John Brown was the first Rhode Island merchant to enter the China trade; the founder and President of the first bank in Providence; and, in addition, owned 210,000-acres in the Adirondacks. Nonetheless, his name is chiefly remembered for being the first American to be prosecuted for slave-trading, two years before he was elected to the United States House of Representatives. The Brown brothers money was principally made through trade with the West Indies, ie., in rum, slaves and molasses. However, one of the brothers, Moses Brown (1738-1836), came to disagree with the family's involvement with slavery. Moses became a Quaker and was soon Rhode Island's leading opponent of the slave trade, co-founding the Providence Society for Abolishing the Slave Trade. 

A Family Project

In 1769, John acquired from his brother, Nicholas Brown Sr. (1729-1791), the land on which he would build his mansion in Providence. It stood on what was then a large hill with a clear view over the water. Its borders were Benefit Street to the west; Charlesfield Street to the north; Power Street to the south; and, Brown Street to the east.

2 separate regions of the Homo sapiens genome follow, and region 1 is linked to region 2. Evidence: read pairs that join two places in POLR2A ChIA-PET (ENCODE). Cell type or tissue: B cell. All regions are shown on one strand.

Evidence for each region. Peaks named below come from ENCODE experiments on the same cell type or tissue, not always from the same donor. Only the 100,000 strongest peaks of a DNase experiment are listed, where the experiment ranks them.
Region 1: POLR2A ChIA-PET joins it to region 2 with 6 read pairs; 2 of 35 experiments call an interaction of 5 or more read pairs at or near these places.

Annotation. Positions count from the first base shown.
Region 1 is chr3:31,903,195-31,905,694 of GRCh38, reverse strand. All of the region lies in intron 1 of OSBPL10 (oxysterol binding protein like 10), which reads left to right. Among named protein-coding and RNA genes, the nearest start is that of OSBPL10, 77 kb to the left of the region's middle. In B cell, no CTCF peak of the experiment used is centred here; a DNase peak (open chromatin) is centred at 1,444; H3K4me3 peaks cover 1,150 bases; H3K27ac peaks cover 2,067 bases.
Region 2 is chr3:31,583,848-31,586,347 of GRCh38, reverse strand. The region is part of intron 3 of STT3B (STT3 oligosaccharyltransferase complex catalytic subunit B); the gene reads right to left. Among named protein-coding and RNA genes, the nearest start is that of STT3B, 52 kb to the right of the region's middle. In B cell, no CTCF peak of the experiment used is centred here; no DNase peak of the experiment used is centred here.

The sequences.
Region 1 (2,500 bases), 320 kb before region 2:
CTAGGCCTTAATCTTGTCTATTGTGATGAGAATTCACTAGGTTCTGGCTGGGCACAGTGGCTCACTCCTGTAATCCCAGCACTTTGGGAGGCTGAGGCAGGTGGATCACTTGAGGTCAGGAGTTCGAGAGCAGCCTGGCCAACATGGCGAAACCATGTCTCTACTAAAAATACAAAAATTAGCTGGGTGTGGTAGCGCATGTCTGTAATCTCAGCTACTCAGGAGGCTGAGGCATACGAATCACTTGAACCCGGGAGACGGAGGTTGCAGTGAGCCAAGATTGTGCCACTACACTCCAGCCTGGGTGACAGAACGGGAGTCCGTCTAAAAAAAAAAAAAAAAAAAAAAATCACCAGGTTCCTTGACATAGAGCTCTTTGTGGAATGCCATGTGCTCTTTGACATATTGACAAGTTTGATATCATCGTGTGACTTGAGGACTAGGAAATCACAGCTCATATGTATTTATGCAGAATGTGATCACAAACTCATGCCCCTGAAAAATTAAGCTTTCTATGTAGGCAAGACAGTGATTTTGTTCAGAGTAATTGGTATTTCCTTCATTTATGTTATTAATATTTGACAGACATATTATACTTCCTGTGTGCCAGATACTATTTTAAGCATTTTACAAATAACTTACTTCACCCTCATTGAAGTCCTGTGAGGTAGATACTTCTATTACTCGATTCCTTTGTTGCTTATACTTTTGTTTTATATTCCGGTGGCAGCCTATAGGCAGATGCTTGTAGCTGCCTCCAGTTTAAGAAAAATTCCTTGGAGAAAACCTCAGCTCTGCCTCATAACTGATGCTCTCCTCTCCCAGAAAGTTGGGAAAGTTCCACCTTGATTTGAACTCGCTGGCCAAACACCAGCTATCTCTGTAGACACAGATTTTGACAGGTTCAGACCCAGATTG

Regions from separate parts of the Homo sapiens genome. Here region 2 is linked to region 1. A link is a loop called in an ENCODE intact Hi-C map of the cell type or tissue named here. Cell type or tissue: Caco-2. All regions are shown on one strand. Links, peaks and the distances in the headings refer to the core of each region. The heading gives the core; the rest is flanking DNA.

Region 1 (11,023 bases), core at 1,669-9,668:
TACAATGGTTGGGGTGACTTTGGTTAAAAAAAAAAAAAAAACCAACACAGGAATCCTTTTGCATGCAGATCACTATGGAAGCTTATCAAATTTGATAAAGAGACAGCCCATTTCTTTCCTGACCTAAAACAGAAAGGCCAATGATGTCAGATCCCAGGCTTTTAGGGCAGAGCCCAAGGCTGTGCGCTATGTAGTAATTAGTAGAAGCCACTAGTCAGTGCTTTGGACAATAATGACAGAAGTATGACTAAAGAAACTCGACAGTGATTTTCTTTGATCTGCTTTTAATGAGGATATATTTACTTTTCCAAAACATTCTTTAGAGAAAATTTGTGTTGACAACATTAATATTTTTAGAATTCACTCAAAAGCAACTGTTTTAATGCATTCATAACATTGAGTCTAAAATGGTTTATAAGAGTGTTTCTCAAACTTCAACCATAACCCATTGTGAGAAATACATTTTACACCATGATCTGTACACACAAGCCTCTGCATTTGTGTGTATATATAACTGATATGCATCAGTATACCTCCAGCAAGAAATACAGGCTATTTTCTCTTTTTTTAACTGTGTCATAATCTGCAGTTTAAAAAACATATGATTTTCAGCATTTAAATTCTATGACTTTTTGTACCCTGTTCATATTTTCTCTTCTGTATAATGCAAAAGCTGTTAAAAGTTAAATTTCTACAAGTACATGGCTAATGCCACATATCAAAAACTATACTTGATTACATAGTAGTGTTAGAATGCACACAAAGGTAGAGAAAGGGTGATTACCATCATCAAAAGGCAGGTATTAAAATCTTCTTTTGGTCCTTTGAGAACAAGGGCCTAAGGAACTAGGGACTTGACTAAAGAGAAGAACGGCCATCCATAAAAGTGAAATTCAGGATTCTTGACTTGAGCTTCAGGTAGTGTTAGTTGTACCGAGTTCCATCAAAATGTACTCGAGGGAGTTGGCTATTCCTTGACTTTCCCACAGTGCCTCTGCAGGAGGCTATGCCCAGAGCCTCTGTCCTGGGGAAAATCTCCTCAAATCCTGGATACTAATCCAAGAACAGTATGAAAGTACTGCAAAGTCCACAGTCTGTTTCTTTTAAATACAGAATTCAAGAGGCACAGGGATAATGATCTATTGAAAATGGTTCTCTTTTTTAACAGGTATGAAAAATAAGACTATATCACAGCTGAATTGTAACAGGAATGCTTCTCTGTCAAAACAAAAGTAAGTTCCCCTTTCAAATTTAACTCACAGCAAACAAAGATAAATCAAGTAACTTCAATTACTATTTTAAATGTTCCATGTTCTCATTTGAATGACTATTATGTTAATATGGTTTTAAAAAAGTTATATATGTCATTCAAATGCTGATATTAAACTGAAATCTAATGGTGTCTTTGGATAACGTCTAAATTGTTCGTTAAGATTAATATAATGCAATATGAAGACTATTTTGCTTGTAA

By 1786, Brown's personal fortune was one of the largest in the country and he employed another brother, Joseph Brown (1733-1785), to both design and build his new home - the first mansion erected in Providence. Brown himself also contributed to the overall design that on the English exterior incorporated both modern (Adamesque) and more traditional Georgian architecture while the interior leant towards the French style of the period.

On the first day of 1788, the house itself was built but still unfurnished. Nonetheless, Brown held the first of many parties there in the form of a wedding reception for his daughter, Abigail Brown (1766-1821), and her new husband John Francis (1763-1796). "Blind Man's Bluff" was among the games played that night and one of the bridesmaids, Ann Eliza Goddard (1790-1821), gave this account of the new house: